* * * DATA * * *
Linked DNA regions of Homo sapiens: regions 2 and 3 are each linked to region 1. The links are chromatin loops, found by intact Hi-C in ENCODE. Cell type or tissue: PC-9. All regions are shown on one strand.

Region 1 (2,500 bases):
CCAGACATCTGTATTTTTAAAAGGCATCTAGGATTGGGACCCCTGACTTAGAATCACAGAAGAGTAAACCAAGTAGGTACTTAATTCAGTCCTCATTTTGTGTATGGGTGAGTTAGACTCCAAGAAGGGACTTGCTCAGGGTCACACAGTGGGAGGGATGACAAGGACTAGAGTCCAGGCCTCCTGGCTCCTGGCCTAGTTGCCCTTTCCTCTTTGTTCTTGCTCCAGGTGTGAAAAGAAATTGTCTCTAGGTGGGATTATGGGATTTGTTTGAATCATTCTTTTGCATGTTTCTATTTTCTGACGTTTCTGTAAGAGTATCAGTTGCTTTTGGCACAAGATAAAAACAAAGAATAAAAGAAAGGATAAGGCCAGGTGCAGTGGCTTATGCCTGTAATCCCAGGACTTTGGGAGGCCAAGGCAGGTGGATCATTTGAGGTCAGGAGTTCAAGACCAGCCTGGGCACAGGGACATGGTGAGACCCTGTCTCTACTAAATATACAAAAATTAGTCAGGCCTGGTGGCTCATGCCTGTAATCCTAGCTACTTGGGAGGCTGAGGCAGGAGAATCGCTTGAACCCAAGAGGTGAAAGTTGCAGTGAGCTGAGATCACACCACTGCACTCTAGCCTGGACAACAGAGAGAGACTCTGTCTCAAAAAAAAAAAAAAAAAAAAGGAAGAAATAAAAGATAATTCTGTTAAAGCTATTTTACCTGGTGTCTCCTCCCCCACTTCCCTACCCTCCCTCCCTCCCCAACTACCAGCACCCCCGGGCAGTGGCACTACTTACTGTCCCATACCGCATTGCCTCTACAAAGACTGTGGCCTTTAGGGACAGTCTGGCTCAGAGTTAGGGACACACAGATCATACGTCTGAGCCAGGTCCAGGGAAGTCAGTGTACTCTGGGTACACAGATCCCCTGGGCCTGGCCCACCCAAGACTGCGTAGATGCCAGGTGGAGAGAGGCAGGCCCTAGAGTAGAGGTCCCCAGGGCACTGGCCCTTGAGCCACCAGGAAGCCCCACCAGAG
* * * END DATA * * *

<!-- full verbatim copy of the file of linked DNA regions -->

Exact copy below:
Linked DNA regions of Homo sapiens: regions 2 and 3 are each linked to region 1. The links are chromatin loops, found by intact Hi-C in ENCODE. Cell type or tissue: PC-9. All regions are shown on one strand.

Region 1 (2,500 bases):
CCAGACATCTGTATTTTTAAAAGGCATCTAGGATTGGGACCCCTGACTTAGAATCACAGAAGAGTAAACCAAGTAGGTACTTAATTCAGTCCTCATTTTGTGTATGGGTGAGTTAGACTCCAAGAAGGGACTTGCTCAGGGTCACACAGTGGGAGGGATGACAAGGACTAGAGTCCAGGCCTCCTGGCTCCTGGCCTAGTTGCCCTTTCCTCTTTGTTCTTGCTCCAGGTGTGAAAAGAAATTGTCTCTAGGTGGGATTATGGGATTTGTTTGAATCATTCTTTTGCATGTTTCTATTTTCTGACGTTTCTGTAAGAGTATCAGTTGCTTTTGGCACAAGATAAAAACAAAGAATAAAAGAAAGGATAAGGCCAGGTGCAGTGGCTTATGCCTGTAATCCCAGGACTTTGGGAGGCCAAGGCAGGTGGATCATTTGAGGTCAGGAGTTCAAGACCAGCCTGGGCACAGGGACATGGTGAGACCCTGTCTCTACTAAATATACAAAAATTAGTCAGGCCTGGTGGCTCATGCCTGTAATCCTAGCTACTTGGGAGGCTGAGGCAGGAGAATCGCTTGAACCCAAGAGGTGAAAGTTGCAGTGAGCTGAGATCACACCACTGCACTCTAGCCTGGACAACAGAGAGAGACTCTGTCTCAAAAAAAAAAAAAAAAAAAAGGAAGAAATAAAAGATAATTCTGTTAAAGCTATTTTACCTGGTGTCTCCTCCCCCACTTCCCTACCCTCCCTCCCTCCCCAACTACCAGCACCCCCGGGCAGTGGCACTACTTACTGTCCCATACCGCATTGCCTCTACAAAGACTGTGGCCTTTAGGGACAGTCTGGCTCAGAGTTAGGGACACACAGATCATACGTCTGAGCCAGGTCCAGGGAAGTCAGTGTACTCTGGGTACACAGATCCCCTGGGCCTGGCCCACCCAAGACTGCGTAGATGCCAGGTGGAGAGAGGCAGGCCCTAGAGTAGAGGTCCCCAGGGCACTGGCCCTTGAGCCACCAGGAAGCCCCACCAGAG